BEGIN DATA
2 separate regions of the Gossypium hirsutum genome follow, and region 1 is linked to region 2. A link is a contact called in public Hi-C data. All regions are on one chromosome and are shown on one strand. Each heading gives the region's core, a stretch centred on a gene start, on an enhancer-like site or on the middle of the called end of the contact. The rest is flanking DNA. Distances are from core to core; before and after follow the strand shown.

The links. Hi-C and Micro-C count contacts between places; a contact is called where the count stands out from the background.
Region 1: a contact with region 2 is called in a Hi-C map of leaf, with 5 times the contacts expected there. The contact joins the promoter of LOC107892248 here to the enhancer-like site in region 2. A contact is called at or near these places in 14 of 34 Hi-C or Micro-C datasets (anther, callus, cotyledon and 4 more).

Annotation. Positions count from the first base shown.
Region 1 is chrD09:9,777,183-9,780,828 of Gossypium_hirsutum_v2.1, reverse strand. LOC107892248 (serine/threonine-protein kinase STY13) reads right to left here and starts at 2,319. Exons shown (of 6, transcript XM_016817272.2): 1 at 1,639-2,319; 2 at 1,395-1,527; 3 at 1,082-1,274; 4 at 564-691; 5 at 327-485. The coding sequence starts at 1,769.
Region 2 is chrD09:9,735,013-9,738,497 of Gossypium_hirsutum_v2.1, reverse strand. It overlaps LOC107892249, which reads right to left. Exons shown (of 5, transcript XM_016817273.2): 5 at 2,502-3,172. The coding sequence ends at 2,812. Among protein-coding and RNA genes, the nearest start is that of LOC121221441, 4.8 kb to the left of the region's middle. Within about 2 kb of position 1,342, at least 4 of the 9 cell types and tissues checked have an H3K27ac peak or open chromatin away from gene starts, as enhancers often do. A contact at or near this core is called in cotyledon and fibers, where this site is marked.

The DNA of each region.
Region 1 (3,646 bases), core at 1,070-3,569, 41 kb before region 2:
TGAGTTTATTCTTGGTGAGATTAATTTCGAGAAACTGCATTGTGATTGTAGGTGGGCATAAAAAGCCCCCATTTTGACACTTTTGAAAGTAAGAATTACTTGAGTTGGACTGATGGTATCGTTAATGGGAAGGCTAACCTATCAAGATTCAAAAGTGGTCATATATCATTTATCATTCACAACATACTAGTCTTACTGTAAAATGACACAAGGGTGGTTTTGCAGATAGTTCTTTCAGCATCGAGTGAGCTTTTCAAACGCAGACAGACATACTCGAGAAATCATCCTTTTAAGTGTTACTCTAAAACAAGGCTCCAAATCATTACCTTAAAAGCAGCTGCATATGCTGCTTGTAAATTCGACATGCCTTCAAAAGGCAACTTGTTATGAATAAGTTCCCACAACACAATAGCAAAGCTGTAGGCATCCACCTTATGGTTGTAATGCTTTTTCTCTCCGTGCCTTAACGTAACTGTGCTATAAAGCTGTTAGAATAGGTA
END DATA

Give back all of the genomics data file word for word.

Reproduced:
2 separate regions of the Gossypium hirsutum genome follow, and region 1 is linked to region 2. A link is a contact called in public Hi-C data. All regions are on one chromosome and are shown on one strand. Each heading gives the region's core, a stretch centred on a gene start, on an enhancer-like site or on the middle of the called end of the contact. The rest is flanking DNA. Distances are from core to core; before and after follow the strand shown.

The links. Hi-C and Micro-C count contacts between places; a contact is called where the count stands out from the background.
Region 1: a contact with region 2 is called in a Hi-C map of leaf, with 5 times the contacts expected there. The contact joins the promoter of LOC107892248 here to the enhancer-like site in region 2. A contact is called at or near these places in 14 of 34 Hi-C or Micro-C datasets (anther, callus, cotyledon and 4 more).

Annotation. Positions count from the first base shown.
Region 1 is chrD09:9,777,183-9,780,828 of Gossypium_hirsutum_v2.1, reverse strand. LOC107892248 (serine/threonine-protein kinase STY13) reads right to left here and starts at 2,319. Exons shown (of 6, transcript XM_016817272.2): 1 at 1,639-2,319; 2 at 1,395-1,527; 3 at 1,082-1,274; 4 at 564-691; 5 at 327-485. The coding sequence starts at 1,769.
Region 2 is chrD09:9,735,013-9,738,497 of Gossypium_hirsutum_v2.1, reverse strand. It overlaps LOC107892249, which reads right to left. Exons shown (of 5, transcript XM_016817273.2): 5 at 2,502-3,172. The coding sequence ends at 2,812. Among protein-coding and RNA genes, the nearest start is that of LOC121221441, 4.8 kb to the left of the region's middle. Within about 2 kb of position 1,342, at least 4 of the 9 cell types and tissues checked have an H3K27ac peak or open chromatin away from gene starts, as enhancers often do. A contact at or near this core is called in cotyledon and fibers, where this site is marked.

The DNA of each region.
Region 1 (3,646 bases), core at 1,070-3,569, 41 kb before region 2:
TGAGTTTATTCTTGGTGAGATTAATTTCGAGAAACTGCATTGTGATTGTAGGTGGGCATAAAAAGCCCCCATTTTGACACTTTTGAAAGTAAGAATTACTTGAGTTGGACTGATGGTATCGTTAATGGGAAGGCTAACCTATCAAGATTCAAAAGTGGTCATATATCATTTATCATTCACAACATACTAGTCTTACTGTAAAATGACACAAGGGTGGTTTTGCAGATAGTTCTTTCAGCATCGAGTGAGCTTTTCAAACGCAGACAGACATACTCGAGAAATCATCCTTTTAAGTGTTACTCTAAAACAAGGCTCCAAATCATTACCTTAAAAGCAGCTGCATATGCTGCTTGTAAATTCGACATGCCTTCAAAAGGCAACTTGTTATGAATAAGTTCCCACAACACAATAGCAAAGCTGTAGGCATCCACCTTATGGTTGTAATGCTTTTTCTCTCCGTGCCTTAACGTAACTGTGCTATAAAGCTGTTAGAATAGGTA